Friday, July 10, 2015
The Sleeper (2012)
It's 1981 and the girls of Alpha Gamma Theta sorority are having a party. As the new pledges arrive, so does an uninvited guest. Little do the sisters know someone is watching them in the shadows. As the girls shower, study, eat and sleep the stalker studies the girls. One by one he finds the girls at their most vulnerable and murders them. The police hunt for the missing girls and their killer, but will they find them in time? Or will the girls be forced to fight for their lives...
Russell chooses to set the film in the 80's this time, which creates a fun atmosphere. The old phones etc. are all vintage as hell, but the most 80's-esque scene is the disco scene, which seemed completely out-of-place and therefore is absolutely brilliant. It won't be a surprise for you that Russell also goes back to the 80's, the golden era of slasher movies, in terms of movie type. There is a dark killer out there who's slicing and dicing his way through various hot girls. Cliché's aren't backed away from, but if you do it in such a cool way as Russell does I don't care how many cliché's you put in your movie. The gore isn't next level or anything like that but still does the job. The kills are definitely fun to watch and the effects are cheesy (in the good way of course). The buil-up to kills is pretty well done as well. I love when a director manages to squeeze in that half a second shot of the shining blade of a knife before it strikes its victim.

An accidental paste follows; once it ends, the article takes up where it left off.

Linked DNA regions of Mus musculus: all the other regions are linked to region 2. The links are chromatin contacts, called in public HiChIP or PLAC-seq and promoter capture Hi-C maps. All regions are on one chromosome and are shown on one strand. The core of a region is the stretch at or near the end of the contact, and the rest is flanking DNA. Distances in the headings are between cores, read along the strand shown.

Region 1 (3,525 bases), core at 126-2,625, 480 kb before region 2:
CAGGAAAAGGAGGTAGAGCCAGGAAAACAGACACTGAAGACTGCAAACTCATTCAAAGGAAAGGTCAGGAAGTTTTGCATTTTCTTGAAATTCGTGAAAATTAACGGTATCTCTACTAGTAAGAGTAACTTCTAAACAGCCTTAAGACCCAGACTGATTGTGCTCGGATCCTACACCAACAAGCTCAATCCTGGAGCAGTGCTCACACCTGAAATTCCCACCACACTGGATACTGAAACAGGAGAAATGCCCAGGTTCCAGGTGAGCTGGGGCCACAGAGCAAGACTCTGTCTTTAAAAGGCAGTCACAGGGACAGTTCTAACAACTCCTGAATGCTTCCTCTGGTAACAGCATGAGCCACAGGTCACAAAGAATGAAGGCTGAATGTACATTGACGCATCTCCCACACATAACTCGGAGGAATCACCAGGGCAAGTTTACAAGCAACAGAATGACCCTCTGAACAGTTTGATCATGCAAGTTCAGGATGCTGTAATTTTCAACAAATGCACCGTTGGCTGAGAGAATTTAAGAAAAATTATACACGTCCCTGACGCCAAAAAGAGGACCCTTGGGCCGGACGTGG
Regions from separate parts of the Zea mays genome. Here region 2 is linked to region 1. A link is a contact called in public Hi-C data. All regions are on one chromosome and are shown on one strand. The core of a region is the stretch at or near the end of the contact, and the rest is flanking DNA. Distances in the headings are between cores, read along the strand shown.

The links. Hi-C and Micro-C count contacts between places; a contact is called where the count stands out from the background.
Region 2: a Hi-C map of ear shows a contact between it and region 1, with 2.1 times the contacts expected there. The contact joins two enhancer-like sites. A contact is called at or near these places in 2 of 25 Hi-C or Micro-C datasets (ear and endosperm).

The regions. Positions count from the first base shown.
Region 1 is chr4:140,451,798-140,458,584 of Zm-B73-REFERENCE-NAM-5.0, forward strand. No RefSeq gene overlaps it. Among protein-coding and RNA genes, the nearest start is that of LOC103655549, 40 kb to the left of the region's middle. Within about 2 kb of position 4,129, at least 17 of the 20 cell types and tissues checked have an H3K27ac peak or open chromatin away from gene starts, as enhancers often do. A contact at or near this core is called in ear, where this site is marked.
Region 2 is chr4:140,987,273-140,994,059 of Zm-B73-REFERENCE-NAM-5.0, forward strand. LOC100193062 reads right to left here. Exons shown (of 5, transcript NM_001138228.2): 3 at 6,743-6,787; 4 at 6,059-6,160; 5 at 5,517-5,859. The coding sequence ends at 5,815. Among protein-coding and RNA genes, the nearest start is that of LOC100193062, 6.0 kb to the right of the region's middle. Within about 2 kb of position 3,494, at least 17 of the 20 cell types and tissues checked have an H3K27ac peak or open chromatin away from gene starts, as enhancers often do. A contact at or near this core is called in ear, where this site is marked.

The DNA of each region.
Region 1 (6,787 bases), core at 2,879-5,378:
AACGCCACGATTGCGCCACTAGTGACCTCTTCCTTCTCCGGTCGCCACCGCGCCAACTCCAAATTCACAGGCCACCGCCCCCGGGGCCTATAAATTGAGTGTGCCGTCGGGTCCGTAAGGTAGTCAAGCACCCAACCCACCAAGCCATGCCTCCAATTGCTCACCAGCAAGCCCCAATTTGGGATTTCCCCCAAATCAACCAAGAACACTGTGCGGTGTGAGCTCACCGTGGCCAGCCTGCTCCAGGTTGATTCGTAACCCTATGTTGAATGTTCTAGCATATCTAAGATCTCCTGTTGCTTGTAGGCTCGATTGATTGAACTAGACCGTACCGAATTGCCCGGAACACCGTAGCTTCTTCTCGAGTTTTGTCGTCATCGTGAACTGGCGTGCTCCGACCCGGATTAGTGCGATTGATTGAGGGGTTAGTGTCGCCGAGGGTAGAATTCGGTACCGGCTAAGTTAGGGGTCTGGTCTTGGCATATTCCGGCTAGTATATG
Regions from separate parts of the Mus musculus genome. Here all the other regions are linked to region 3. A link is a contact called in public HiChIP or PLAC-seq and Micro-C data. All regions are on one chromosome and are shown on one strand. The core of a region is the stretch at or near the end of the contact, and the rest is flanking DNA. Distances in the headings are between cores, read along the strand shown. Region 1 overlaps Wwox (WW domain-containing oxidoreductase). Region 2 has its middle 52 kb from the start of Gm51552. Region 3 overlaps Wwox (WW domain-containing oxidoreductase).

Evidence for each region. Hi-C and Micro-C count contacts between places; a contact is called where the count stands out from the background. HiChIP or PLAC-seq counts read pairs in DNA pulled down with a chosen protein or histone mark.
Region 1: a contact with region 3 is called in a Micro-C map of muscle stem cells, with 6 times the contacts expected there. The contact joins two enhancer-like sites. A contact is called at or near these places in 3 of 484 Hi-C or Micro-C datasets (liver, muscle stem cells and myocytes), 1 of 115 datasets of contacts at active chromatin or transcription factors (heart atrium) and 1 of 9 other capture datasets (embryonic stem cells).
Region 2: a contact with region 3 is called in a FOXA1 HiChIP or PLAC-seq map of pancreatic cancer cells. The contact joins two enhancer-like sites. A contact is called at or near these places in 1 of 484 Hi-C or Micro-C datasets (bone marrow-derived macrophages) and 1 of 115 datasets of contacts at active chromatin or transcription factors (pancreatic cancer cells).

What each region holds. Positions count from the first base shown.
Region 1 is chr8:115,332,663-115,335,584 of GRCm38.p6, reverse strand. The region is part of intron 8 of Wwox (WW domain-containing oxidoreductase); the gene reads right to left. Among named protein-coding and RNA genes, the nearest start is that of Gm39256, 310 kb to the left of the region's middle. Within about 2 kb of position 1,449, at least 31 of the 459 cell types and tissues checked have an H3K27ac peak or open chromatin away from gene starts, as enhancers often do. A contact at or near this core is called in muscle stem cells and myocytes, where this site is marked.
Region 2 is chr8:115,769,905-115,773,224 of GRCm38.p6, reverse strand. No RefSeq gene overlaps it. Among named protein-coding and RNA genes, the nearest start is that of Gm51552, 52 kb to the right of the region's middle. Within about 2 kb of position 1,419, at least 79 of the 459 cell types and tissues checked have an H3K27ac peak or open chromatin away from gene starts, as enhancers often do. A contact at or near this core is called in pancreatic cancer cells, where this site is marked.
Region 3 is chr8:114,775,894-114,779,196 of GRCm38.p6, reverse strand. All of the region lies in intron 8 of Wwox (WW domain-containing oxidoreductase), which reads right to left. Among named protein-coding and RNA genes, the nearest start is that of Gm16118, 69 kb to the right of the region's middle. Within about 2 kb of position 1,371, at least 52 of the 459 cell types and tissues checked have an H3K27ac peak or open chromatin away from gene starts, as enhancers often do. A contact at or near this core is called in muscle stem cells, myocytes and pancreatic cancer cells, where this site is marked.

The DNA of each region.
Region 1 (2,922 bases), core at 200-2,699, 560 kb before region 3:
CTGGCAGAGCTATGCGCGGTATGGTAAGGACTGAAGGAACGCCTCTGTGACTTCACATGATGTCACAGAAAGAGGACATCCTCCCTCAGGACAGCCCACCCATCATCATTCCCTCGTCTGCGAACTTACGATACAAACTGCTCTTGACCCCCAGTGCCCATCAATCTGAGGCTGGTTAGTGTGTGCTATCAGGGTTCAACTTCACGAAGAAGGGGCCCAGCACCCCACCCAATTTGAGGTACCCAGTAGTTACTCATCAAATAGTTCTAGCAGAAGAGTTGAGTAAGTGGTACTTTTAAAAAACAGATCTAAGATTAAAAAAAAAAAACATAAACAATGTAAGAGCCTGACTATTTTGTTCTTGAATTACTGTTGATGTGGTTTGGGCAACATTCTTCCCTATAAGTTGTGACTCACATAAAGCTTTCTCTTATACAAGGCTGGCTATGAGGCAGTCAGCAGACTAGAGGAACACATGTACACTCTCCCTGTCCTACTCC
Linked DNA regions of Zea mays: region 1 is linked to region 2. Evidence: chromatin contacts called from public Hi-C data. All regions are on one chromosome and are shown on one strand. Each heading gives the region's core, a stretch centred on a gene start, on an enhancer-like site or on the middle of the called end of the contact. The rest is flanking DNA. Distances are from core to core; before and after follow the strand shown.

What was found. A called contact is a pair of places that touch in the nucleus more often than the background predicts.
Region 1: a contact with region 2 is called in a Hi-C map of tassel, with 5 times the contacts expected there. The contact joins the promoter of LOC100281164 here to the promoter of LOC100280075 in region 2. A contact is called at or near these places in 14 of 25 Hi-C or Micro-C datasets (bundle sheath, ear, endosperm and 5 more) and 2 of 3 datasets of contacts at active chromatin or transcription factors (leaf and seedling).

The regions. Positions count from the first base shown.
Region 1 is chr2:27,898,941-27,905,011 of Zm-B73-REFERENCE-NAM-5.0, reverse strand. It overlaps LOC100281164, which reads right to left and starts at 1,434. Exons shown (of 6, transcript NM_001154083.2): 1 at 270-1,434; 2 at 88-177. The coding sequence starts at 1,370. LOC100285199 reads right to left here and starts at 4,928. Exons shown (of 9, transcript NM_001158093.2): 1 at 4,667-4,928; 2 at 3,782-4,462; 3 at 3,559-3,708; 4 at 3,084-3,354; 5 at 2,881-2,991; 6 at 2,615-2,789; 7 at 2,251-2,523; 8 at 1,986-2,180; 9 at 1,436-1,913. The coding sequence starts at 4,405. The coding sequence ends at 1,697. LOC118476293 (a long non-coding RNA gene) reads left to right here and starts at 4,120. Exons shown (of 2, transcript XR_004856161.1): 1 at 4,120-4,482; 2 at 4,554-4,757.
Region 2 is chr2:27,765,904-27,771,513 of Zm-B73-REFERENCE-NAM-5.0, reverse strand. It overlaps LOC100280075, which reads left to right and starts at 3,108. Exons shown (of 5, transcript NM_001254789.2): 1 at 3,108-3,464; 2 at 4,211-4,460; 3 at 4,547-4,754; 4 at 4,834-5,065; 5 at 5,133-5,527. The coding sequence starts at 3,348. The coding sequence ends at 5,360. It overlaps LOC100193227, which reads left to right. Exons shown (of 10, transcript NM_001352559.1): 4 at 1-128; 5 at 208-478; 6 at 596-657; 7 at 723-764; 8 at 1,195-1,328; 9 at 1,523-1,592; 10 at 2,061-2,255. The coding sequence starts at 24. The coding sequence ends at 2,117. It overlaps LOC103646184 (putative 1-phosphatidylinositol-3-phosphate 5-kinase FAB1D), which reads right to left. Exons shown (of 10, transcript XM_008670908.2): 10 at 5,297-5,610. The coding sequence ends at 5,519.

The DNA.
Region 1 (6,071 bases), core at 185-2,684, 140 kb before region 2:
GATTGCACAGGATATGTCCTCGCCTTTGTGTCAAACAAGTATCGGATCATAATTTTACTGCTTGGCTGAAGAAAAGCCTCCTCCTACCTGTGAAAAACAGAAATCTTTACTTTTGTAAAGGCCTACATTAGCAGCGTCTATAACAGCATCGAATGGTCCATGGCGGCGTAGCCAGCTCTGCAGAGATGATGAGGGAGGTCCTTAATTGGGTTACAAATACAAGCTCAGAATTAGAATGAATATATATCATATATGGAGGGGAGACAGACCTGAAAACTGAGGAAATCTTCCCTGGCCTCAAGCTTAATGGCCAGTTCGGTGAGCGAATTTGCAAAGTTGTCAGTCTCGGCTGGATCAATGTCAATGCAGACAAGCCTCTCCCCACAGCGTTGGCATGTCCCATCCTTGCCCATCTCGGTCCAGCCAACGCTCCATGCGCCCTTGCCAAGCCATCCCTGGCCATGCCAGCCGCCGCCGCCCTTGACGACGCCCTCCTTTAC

The atmosphere in The Sleeper is simply amazing. Visually it's mostly great (especially for a movie with a small budget of 30,000 dollars). Don't expect Argento kind of shots but the movie does breathe that typical 80's slasher vibe. The acting is pretty decent, apart from 1 or 2 actors. Russell even manages to get 1 or 2 girls to go nude in front of the camera, and lets be honest: what's a slasher movie without a set of tits or two...?
Unfortunately the movie does have a few flaws (then again, what would you expect from a movie of this budget range?). Take the soundtrack for example. It's a great piece of work, supposedly done by a band called Gremlin (Goblin ode, anyone??). The thing is that the music is used in scenes that don't need that music. Simple visits to a bar for example are supported by scary, spooky music. Another thing is that the music seems to be a tad too loud, making it hard sometimes to hear the dialogue.